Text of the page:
Raspberry Topped Lemon Soufflés
These elegant Lemon soufflés are a beautiful, fragrant, and delicious single-serving dessert, topped with fresh raspberry sauce. Winter is the time to focus on citrus and lemon dessert recipes, and this Raspberry Topped Lemon Soufflé recipe brings lemons to the center stage!
A Soufflé Recipe may seem daunting, but following a few simple tips, you can add any of the numerous flavors of soufflé to your dessert repertoire.
Why You Must Make
- The thought of making a soufflé may seem daunting, but with a few tips, it’s not so difficult.
- You’ll dazzle your dinner guests when you serve these beautiful, impressive soufflés for dessert!
- They taste as beautiful as they look! And the raspberry sauce or just a few fresh raspberries creates a restaurant-worthy dessert.
- Kitchen Staples – Butter, Sugar, Eggs, Flour
- Lemon Zest – Not from a jar. Use a rasp to grate your own zest.
- Lemon Juice – Freshly squeezed.
- Whole Milk
- Frozen Raspberries
- Powdered Sugar, Fresh Raspberries to garnish, optional.
- Remember that egg whites beat best at room temperature, so get them out of the refrigerator at least an hour ahead of time.
- PRO-Tip: You can always put the eggs in a bowl of warm water if you don’t have time to spare. This will warm them up quickly.
- When eggs are a room temperature, it is more likely the egg yolk will break when you’re trying to separate them. I suggest separating each egg into two empty bowls, then transferring them to the collective bowls (8 yolks in one, 9 whites in another).
- PRO-Tip: Note that any fat (from a little grease left in the mixing bowl or a bit of egg yolk contaminating the whites) in the whites will prevent them from whipping to firm peaks. It is worth a little extra effort to use the 3-bowl method mentioned above, so you don’t waste 8 eggs (been there!).
- Make sure to prep your ramekins. By buttering and dusting the sides with sugar, the souffle has something to adhere to as they rise.
- This lemon soufflé recipe, like all soufflés, will start to deflate as soon as they emerge from the oven.
- If you want to impress your guests, have the raspberry sauce ready to go, then make the soufflés after dinner (or as dinner is winding down) and serve right from the oven.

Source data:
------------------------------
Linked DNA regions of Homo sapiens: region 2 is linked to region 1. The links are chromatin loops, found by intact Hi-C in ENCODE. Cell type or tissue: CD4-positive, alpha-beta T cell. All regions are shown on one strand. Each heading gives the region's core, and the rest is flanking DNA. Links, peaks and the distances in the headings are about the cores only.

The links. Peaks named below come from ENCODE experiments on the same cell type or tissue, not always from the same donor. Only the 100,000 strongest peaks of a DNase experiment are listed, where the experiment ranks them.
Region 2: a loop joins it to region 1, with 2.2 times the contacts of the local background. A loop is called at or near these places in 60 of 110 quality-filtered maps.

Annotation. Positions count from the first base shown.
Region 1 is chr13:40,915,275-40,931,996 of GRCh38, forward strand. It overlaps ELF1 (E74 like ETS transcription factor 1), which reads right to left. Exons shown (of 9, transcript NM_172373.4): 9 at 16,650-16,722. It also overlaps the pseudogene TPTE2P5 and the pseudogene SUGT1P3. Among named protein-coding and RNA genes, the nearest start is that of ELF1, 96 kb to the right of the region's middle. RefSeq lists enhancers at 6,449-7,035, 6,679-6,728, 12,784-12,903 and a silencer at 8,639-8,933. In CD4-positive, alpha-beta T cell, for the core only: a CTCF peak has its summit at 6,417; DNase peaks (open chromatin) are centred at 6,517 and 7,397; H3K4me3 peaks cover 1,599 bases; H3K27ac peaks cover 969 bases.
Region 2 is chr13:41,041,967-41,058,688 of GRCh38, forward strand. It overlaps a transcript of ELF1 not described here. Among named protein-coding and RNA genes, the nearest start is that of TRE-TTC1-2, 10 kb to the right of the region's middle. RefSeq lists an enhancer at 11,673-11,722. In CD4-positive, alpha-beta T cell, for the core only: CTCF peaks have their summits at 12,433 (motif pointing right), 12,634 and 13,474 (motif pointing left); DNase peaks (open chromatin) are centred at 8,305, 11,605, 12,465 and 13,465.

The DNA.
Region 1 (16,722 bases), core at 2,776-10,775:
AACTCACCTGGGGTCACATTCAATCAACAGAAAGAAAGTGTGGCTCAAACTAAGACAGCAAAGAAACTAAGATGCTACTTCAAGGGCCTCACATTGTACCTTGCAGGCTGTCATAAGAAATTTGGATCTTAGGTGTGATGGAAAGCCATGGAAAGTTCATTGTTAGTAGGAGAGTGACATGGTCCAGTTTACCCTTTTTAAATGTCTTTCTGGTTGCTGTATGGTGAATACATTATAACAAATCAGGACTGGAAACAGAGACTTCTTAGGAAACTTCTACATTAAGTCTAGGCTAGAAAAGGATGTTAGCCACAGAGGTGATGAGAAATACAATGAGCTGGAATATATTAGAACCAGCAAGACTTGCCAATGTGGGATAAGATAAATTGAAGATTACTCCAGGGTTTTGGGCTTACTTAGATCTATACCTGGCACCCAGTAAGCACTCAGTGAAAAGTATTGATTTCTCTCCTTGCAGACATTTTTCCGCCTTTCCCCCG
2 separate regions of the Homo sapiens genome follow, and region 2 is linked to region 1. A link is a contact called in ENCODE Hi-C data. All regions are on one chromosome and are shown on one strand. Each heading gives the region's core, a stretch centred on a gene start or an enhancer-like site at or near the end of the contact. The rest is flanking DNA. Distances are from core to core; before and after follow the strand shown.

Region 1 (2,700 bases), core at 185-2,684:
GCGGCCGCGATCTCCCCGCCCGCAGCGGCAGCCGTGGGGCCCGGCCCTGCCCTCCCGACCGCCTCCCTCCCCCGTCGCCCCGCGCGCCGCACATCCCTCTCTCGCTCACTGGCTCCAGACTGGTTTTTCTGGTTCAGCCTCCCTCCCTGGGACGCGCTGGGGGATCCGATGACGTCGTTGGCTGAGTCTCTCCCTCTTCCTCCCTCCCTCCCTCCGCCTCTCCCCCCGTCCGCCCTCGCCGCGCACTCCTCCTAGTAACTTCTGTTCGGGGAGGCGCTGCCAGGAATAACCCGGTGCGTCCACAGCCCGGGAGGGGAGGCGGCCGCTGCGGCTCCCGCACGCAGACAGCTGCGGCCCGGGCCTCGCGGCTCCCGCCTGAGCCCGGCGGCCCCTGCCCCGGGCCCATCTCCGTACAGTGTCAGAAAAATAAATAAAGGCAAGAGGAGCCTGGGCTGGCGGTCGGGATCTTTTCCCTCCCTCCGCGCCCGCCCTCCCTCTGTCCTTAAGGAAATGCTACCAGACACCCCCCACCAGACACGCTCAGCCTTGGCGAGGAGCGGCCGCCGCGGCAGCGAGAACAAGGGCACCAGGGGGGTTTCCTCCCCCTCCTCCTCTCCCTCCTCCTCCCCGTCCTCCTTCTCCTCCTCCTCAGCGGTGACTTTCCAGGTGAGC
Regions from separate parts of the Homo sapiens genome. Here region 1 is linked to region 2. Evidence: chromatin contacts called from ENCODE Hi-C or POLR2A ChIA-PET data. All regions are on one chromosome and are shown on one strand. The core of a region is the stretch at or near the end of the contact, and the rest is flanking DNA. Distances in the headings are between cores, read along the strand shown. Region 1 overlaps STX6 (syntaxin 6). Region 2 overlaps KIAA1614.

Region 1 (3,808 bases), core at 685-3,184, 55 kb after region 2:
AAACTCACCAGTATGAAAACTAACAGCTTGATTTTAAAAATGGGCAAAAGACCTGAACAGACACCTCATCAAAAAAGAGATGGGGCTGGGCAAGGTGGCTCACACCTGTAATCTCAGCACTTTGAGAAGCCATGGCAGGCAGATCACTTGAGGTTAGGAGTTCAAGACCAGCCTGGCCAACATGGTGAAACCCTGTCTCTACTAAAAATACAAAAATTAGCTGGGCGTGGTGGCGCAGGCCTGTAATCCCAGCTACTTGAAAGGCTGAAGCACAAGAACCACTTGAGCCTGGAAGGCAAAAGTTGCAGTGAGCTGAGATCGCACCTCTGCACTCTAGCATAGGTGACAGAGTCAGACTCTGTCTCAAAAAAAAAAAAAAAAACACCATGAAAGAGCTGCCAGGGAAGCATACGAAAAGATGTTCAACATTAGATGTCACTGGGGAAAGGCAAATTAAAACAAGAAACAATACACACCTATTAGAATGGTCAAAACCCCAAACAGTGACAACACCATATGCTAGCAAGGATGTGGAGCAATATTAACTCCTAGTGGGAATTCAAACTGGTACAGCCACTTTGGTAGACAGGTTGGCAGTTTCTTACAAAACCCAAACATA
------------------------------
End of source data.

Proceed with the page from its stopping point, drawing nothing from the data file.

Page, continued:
Frequently Asked Questions
According to my Food Lover’s Companion, a soufflé is a light, airy mixture that usually begins with a thick egg yolk-based sauce that is lightened by stiffly beaten egg whites. They can be hot or cold, savory or sweet. A baked soufflé puffs up impressively while in the oven, then quickly deflates. They must be served immediately for the best presentation.
Yes, as long as the egg whites were whipped properly and all the other ingredients folded in well, you can make souffles a few hours before you serve them. Just cover the ramekins with plastic wrap and refrigerate. Bring them out and let them warm up as the oven preheats. You may need to add an extra minute or two to the baking time.
Soufflé dishes are typically round ceramic dishes with straight sides. To encourage the soufflé to rise, the dishes are buttered, then dusted with sugar, giving the batter something to attach grasp onto as it puffs.
The edges should be set and the middle should barely jiggle when you tap the dish. You can also insert a long needle into the center of the souffle. It should come out without batter when the souffle is done.
You May Also Like:
- Blood Orange Upside Down Cake from Creative Culinary
- Chocolate Hazelnut Orange Cake from Food Hunters Guide
- Meyer Lemon Mousse from The Redhead Baker
- French Gruyere Soufflé
- Fresh Strawberry Soufflés
- Individual Raspberry Soufflés
- Plus all my Best Dessert Recipes
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- Butter, at room temperature to butter ramekins
- Sugar, for dusting ramekins
- 1/2 cup sugar, divided
- 8 large egg yolks
- 9 large egg whites
- 2 1/2 tablespoons flour
- 2 tablespoons lemon zest, finely grated
- 1/3 cup freshly squeezed lemon juice (I used 1 1/2 lemons)
- 1 cup whole milk
- 2 tablespoons butter
- 10 ounces frozen raspberries
- 1/3 cup sugar
- Squeeze of fresh lemon juice
- Powdered sugar to garnish
- Raspberry sauce for serving, if desired
- Fresh raspberries to garnish, if desired
- Preheat the oven to 375º. Generously butter 12 6-ounce ramekins, then coat with sugar.
- Whisk together yolks, flour, zest, and half the sugar (1/4 cup).
- Bring milk to boil in a saucepan. Slowly pour milk into the yolk mixture, whisking constantly to prevent yolks from cooking.
- Return mixture to pan and whisk, while cooking, till thick like a pudding, 1-2 minutes. Strain through a sieve, then stir in butter and lemon juice.
- Beat egg whites till foamy. Gradually add the remaining ¼ cup sugar and whip till medium-firm peaks form. Stir ⅓ of whites into the yolk mixture. Fold in the remaining whites gently with a spatula.
- Fill each soufflé cup to the top, tap to settle, and smooth the top with a spatula. Run your thumb around the inside perimeter of each dish.
- Place soufflés on a baking sheet and bake 15-18 minutes till they rise about an inch above the rim but are still jiggly in the center. Lightly dust with powdered sugar and serve immediately with raspberry sauce if desired.
- To make the raspberry sauce, cook raspberries and sugar till the fruit is soft and breaks apart. Strain through a sieve. Add a squeeze of lemon juice. Cool before serving.
I used 8 ounce ramekins and baked the same amount of time. I only had enough batter to make 5 soufflés.
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Amount Per Serving: Calories: 486Total Fat: 17gSaturated Fat: 8gTrans Fat: 0gUnsaturated Fat: 7gCholesterol: 303mgSodium: 263mgCarbohydrates: 70gFiber: 5gSugar: 58gProtein: 17g
Calories were calculated with 6 servings